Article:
Make the Holidays Better for a Foster Child

4 Ways to Make the Holidays Better for a Foster Child

It’s easy to overlook reasons why the holidays might be tough for foster children. When they’ve been placed somewhere—even temporarily—they’re in a safe, supportive place. As many foster children come from backgrounds where holidays weren’t full of gifts and celebration, a welcoming home that celebrates the holidays seems like it would create a positive experience.

But, there are also some kids who have experienced positive holidays with their biological families—maybe even a lifetime of them. And when they’re in a new home with new people, it can be scary and stressful.

As we rapidly approach the current holiday season, there are steps you can take to help your foster children feel more comfortable. Here are a few of them:

1. Have a discussion with your foster child.

It’s always a good idea to talk about the holidays with your foster child. The more they know about your family’s traditions and plans, the more comfortable they will feel. Discuss your plans for the holiday—will you be hosting a small or large group of people or traveling somewhere? Do you celebrate Christmas, Hanukkah, Kwanzaa or anything else? Do you have any family traditions they may not know about?

It’s also important to get the child’s perspective. Are they accustomed to celebrating the same holiday? What did their biological family used to do over the holidays—and what about it did they like or dislike? Consider adding in some of their traditions to make them feel a little more at home, even if it’s something your family isn’t used to doing.

If they’re old enough to understand, you can always talk to your foster child about what they’re comfortable with. For example, some children who come from a family without a lot of extra income to spend on gifts over the holidays might feel guilty when receiving them. If that’s the case, you can help them purchase a gift for another family member or friend so they can participate in the giving portion of the holidays.

2. Have a discussion with your family and friends.

Make sure you prepare your family and friends for who will be around during the holidays. If you’re staying home and having a low-key holiday with your immediate family, plan on preparing your biological children for what to expect. If they understand why their foster sibling is struggling, they’ll be better equipped to deal with it—and they might even be able to help!

If you’re hosting for extended family and friends or traveling somewhere, be sure to have a conversation with the group beforehand. This is an excellent opportunity to educate extended family on ways they can help your foster child feel included during the holidays.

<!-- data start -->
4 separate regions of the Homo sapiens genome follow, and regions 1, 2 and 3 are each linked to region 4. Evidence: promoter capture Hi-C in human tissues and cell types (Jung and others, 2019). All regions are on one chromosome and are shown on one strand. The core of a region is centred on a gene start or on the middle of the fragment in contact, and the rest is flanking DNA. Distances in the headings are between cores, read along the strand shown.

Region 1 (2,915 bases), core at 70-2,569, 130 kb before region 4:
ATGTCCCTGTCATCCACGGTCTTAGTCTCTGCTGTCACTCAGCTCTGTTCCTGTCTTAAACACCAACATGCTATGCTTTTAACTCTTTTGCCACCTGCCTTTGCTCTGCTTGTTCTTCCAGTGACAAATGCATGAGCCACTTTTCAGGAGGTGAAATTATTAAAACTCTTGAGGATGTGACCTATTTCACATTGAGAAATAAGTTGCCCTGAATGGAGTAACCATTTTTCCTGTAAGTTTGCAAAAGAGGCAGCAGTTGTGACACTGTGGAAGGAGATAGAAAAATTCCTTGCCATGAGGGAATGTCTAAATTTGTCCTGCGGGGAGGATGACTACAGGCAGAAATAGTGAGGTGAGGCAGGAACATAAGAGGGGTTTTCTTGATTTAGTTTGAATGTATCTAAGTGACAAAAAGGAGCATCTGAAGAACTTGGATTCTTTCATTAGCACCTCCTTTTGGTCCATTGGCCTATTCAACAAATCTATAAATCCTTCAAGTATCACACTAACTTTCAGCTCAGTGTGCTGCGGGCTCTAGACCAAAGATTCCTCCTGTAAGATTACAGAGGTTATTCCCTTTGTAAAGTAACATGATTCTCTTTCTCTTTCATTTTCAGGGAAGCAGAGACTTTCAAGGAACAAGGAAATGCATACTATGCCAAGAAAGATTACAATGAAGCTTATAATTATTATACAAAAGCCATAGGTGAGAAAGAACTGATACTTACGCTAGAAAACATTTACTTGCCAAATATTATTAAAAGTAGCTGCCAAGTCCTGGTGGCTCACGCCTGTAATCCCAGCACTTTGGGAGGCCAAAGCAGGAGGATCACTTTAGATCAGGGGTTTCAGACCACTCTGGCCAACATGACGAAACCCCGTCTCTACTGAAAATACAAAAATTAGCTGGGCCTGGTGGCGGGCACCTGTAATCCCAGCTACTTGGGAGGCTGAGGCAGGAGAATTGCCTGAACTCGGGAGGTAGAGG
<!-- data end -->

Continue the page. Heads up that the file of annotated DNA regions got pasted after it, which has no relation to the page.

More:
For example, if your relatives buy gifts for your biological children, make sure they include the foster child, too. Be prepared with ideas for presents if your relatives haven’t had a chance to get to know what your child’s interests and hobbies are. If your get together normally has an annual tradition, consider finding a way to incorporate your foster child in a new and exciting way that gives them a feeling of inclusivity.

3. Help the child stay in touch with family members when possible.

In many cases, families get broken up when children are placed into foster care. If your foster child is spending the holidays away from siblings, it can make their experience much worse. And just how we enjoy catching up with family and friends who we can’t see in person over the holidays, your foster child does too.

While you’re talking with your foster child about plans for the holiday season, be sure to discuss any members of their family they may want to contact. Make a plan for them to stay in touch with relatives and friends from old schools or neighborhoods—whether it’s by setting up a phone call, video call or even sending a card in the mail.

4. Don’t be upset if your foster child shows signs of grief or sadness.

No matter how much effort you put into making your foster child feel more at home, don’t be too hard on yourself if they exhibit signs of frustration. It’s normal for them to feel emotions like depression, and they may even act out or regress to old or negative behaviors that they’ve since overcome. Just remember to be patient with them—it’s their way of coping with a stressful situation.

Ultimately, your foster child might be struggling with a lot of emotions over the holiday season—and that’s okay. But keeping an open line of communication and planning ahead can help turn the experience into a positive one. You can help be the reason they enjoy and look forward to the holidays, and there’s truly nothing better than giving the gift of a safe, healthy environment for a child in need.

At SAFY, we are dedicated to Preserving Families & Securing Futures. If you are thinking of becoming a foster parent, click here to discover whether becoming a foster parent is right for you.

For further information and advice about foster children and the holidays, check out this article from Foster Focus magazine, and learn how you can help serve foster families over the holidays from Shared Justice.

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